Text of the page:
A Life Long Nesting Season

Yep, pretty much our house!

Dr. Suess wrote a book called The Best Nest where the daddy bird sang “I love my home. I love my nest.  In all the world, my nest is best.”

Last fall the day that we never really believed would happen descended on his like an eagle swoops down on its prey. The Empty Nest was here. For over 27 years Cliff and I had been consumed with four kids worth of chaos and now it was quiet.

And we like it!

I remember being quite disgusted when a new empty-nest mom would confess this with a glint in her eye and joy in her voice.  How could any woman who was truly a mom  be happy about her own flesh and blood leaving her home?  If she really loved her children she would be draping the house in black and doing death wails as her kids rode off into the sunset.  Bless the children of a mom so selfish and uncaring.  They would have been better off being raised by wolves!  When my kids left I would be proud of the gaping hole in my chest where my beating heart once pounded.

Once the little birdies started leaving the nest it wasn’t long before a couple came back temporarily.  One was employed in town and started out in her own house, but was constantly at ours.  She moved back for 2 years before she caught a current for the excitement of the city life.  We were just getting used to having one child at home again, and here flew in Miss Misty.  Due to a birth defect mysteriously coming to light, she had to have her spine rebuilt last spring.   We nursed her back to health as Cole came down with a mild case of senioritis.

In August, we lost both to halls of higher learning.  They all landed at least 100 miles away if not farther.  They were so ready that the door didn’t slam until they were half way to their destinations.  We had such a wild year, that we were just ready for a rest from life in general, not necessarily from them.  My biggest adjustment was cooking.  Going from roasting 1/2 a beef for a meal to looking at Cliff and having the “are you very hungry?” “no, not really” “then let’s just fend for ourselves’ conversation was a huge jump.  After cooking for a boy with the appetite of a T-Rex, when I would cook, I would whip up enough for a small country.  The job of the laundry was like an April fresh breeze in the areas of volume and aroma.  Evenings have had the option of if the weather is absolutely gorgeous, then we can go and enjoy ballgames.  My social life is back on track as I don’t have to work to keep track of #75 in the wad of football players anymore.  When there is a nip in the air we have the choice of just staying home by a roaring fire and not freezing our tail feathers off on bleachers, drinking lukewarm hot chocolate.

Do I miss them at all?  Absolutely!  There is something to be said for holding a child’s head as they are getting stitches in their eyebrow, attempting to fix prom hair gone wrong, and having your calendar completely booked to the point you don’t even remember what you did or where you are going next.   All these experiences is what cements the fam.  When they come in the door to light for a weekend, nothing thrills our hearts more.  When they leave we realize our bestest friends ever are leaving once again and our hearts ache a little bit.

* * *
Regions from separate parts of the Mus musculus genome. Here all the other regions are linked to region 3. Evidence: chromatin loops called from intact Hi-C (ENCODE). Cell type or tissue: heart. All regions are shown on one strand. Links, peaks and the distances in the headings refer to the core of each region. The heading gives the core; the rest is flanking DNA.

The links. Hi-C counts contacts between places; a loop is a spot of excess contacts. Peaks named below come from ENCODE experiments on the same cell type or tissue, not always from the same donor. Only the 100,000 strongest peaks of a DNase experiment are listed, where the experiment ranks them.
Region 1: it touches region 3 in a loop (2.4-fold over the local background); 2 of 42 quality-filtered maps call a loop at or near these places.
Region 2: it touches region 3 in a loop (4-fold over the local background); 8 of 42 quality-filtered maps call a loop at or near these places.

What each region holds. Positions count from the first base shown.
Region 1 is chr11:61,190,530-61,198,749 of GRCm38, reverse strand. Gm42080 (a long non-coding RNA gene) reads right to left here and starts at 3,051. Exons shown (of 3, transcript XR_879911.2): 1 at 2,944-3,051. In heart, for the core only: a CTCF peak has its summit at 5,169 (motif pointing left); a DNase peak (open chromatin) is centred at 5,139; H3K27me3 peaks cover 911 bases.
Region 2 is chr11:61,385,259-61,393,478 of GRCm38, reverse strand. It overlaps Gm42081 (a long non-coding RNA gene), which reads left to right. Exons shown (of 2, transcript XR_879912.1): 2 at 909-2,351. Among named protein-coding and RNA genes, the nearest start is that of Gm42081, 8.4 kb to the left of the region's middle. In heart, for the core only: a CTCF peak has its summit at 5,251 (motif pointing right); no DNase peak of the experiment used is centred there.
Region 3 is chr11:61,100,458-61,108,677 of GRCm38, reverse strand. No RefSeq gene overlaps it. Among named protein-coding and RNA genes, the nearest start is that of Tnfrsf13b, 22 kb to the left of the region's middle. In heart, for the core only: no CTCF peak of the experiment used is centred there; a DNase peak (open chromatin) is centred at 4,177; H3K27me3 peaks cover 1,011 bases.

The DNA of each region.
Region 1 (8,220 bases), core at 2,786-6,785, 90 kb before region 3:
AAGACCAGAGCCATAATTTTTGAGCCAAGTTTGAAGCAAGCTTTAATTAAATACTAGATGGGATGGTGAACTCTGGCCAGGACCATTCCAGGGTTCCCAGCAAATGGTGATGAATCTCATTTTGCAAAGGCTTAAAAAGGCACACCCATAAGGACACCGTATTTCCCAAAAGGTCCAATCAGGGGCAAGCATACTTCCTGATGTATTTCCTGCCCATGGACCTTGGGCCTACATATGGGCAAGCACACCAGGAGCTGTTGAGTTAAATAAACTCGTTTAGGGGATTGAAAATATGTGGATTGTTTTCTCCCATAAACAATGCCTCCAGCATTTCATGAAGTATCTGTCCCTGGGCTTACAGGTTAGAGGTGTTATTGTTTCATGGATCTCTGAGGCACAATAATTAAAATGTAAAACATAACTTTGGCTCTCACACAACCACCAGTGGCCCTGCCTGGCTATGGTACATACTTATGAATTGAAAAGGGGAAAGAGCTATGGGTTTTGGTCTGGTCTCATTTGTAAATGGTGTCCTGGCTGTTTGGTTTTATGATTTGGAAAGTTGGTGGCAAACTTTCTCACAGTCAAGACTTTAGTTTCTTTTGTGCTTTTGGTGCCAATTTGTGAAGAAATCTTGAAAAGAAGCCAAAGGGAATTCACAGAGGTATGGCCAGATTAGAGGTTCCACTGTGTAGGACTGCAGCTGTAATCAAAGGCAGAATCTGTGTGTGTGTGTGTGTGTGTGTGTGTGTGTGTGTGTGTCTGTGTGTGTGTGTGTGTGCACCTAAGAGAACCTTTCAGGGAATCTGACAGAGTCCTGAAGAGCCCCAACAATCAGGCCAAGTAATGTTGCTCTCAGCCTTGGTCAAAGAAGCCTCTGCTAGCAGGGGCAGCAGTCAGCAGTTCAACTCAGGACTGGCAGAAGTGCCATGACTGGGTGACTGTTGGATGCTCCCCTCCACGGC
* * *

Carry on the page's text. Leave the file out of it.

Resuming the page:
But, not for long!  We are now the receiptants of classic phone calls.  These I have picked from the buffet of the last couple of weeks.

“Dad, I just got out of football practice and I think I lost 10 pounds in a day!  What do I do?  The coach is not going to be happy.” ( “you did not lose 10 lbs.  The scale is off.”)

“Mom, how do I cook this turkey?  Do I have to really stick my hand in there and pull the stuff out?” (“Yes, you do, Robin.  Turkeys are one of the easiest things you can make.  You are Paula Deen!)

“Dad, my car just did something not good and I am stranded on West Street in Wichita. What should I do?”  (“I have  a friend with a car dealership I will call.  I still owe him a steak from the last time he rescued you.”)

(Sobs) “Mom, I have something to tell you and I really don’t want to disappoint you.” (Immediately my imagination raced as what she had gotten into.  Most had to do with knocking off convenience stores to support her crack baby we didn’t know she had as she ran off with a guy named Ferret that she met in a hooka lounge.  Instead, her crime was merely being naive and all worked out with lessons well learned.)

In An Arrow Pointing Heavenward about the life of Christian artist Rich Mullins there is this great summation of families.  “The home is the most powerful place on earth.  It is the cradle of the soul.  Our minds and personality, our love and our hate, our fears and our dreams are all molded in the home.  The home is the workshop of God, where the process of character-making is silently, lovingly, imperceptibly carried on.  The quest for identity will always lead us back to our families.  They are the ones with whom we discover our potential, as well as our limitations.  They are the ones through whom and with whom we learn how to live.  We have families because we are weak creatures and God knows that we need them. Throughout our lives those people who knew us first are a part of our makeup even if they are difficult to live with. Jamming seven people into a car that seats five may not be comfortable, but it is family.”

Whether our nest is full or empty, we are blessed and we are family.  I would hope our greatest gift to them would be a strong faith so they can fly where ever God has in mind for them to soar.

This weekend is the McPherson College Spring Football game, where I fully intend to contract bleacher butt as I cheer for the kid who refuses to wear shocking pink socks so his mama can keep track of her little buzzard.

Photo credit http://www.furrytalk.com/tag/feeding/

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